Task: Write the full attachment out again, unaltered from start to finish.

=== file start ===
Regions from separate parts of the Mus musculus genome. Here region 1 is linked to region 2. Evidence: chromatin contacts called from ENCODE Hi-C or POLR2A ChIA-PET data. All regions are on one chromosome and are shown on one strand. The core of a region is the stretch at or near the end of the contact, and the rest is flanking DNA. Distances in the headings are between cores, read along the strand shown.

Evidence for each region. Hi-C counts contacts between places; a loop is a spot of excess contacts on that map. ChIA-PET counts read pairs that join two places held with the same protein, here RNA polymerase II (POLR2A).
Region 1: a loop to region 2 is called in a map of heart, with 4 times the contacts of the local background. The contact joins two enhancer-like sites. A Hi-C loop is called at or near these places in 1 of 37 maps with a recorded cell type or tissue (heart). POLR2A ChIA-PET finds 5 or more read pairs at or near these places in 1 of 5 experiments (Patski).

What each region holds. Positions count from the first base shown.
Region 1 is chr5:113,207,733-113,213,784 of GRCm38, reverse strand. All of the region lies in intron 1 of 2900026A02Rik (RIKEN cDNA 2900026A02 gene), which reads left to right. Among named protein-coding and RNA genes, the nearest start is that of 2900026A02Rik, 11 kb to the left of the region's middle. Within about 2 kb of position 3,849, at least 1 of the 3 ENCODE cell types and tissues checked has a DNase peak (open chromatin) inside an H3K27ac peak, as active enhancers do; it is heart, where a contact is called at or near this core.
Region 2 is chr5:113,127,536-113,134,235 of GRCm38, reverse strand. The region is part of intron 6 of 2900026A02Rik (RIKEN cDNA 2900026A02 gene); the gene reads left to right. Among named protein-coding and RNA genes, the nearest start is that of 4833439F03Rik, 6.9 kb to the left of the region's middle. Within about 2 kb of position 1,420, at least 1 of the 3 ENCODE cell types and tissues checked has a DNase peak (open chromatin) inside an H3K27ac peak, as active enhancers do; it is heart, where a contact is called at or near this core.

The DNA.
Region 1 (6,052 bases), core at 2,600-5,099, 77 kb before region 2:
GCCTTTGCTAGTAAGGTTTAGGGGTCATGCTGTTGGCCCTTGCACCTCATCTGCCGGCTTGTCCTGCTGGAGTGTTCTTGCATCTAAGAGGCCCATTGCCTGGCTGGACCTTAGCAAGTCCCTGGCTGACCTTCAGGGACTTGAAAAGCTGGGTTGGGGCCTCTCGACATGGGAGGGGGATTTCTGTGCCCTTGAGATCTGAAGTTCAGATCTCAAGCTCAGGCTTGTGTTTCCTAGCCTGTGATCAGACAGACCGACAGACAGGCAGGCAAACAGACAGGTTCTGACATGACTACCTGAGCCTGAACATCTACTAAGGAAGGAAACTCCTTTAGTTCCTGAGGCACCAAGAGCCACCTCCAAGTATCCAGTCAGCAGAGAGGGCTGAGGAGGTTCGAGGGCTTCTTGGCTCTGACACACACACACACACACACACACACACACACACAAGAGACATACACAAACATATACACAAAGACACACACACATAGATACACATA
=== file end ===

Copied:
Regions from separate parts of the Mus musculus genome. Here region 1 is linked to region 2. Evidence: chromatin contacts called from ENCODE Hi-C or POLR2A ChIA-PET data. All regions are on one chromosome and are shown on one strand. The core of a region is the stretch at or near the end of the contact, and the rest is flanking DNA. Distances in the headings are between cores, read along the strand shown.

Evidence for each region. Hi-C counts contacts between places; a loop is a spot of excess contacts on that map. ChIA-PET counts read pairs that join two places held with the same protein, here RNA polymerase II (POLR2A).
Region 1: a loop to region 2 is called in a map of heart, with 4 times the contacts of the local background. The contact joins two enhancer-like sites. A Hi-C loop is called at or near these places in 1 of 37 maps with a recorded cell type or tissue (heart). POLR2A ChIA-PET finds 5 or more read pairs at or near these places in 1 of 5 experiments (Patski).

What each region holds. Positions count from the first base shown.
Region 1 is chr5:113,207,733-113,213,784 of GRCm38, reverse strand. All of the region lies in intron 1 of 2900026A02Rik (RIKEN cDNA 2900026A02 gene), which reads left to right. Among named protein-coding and RNA genes, the nearest start is that of 2900026A02Rik, 11 kb to the left of the region's middle. Within about 2 kb of position 3,849, at least 1 of the 3 ENCODE cell types and tissues checked has a DNase peak (open chromatin) inside an H3K27ac peak, as active enhancers do; it is heart, where a contact is called at or near this core.
Region 2 is chr5:113,127,536-113,134,235 of GRCm38, reverse strand. The region is part of intron 6 of 2900026A02Rik (RIKEN cDNA 2900026A02 gene); the gene reads left to right. Among named protein-coding and RNA genes, the nearest start is that of 4833439F03Rik, 6.9 kb to the left of the region's middle. Within about 2 kb of position 1,420, at least 1 of the 3 ENCODE cell types and tissues checked has a DNase peak (open chromatin) inside an H3K27ac peak, as active enhancers do; it is heart, where a contact is called at or near this core.

The DNA.
Region 1 (6,052 bases), core at 2,600-5,099, 77 kb before region 2:
GCCTTTGCTAGTAAGGTTTAGGGGTCATGCTGTTGGCCCTTGCACCTCATCTGCCGGCTTGTCCTGCTGGAGTGTTCTTGCATCTAAGAGGCCCATTGCCTGGCTGGACCTTAGCAAGTCCCTGGCTGACCTTCAGGGACTTGAAAAGCTGGGTTGGGGCCTCTCGACATGGGAGGGGGATTTCTGTGCCCTTGAGATCTGAAGTTCAGATCTCAAGCTCAGGCTTGTGTTTCCTAGCCTGTGATCAGACAGACCGACAGACAGGCAGGCAAACAGACAGGTTCTGACATGACTACCTGAGCCTGAACATCTACTAAGGAAGGAAACTCCTTTAGTTCCTGAGGCACCAAGAGCCACCTCCAAGTATCCAGTCAGCAGAGAGGGCTGAGGAGGTTCGAGGGCTTCTTGGCTCTGACACACACACACACACACACACACACACACACACAAGAGACATACACAAACATATACACAAAGACACACACACATAGATACACATA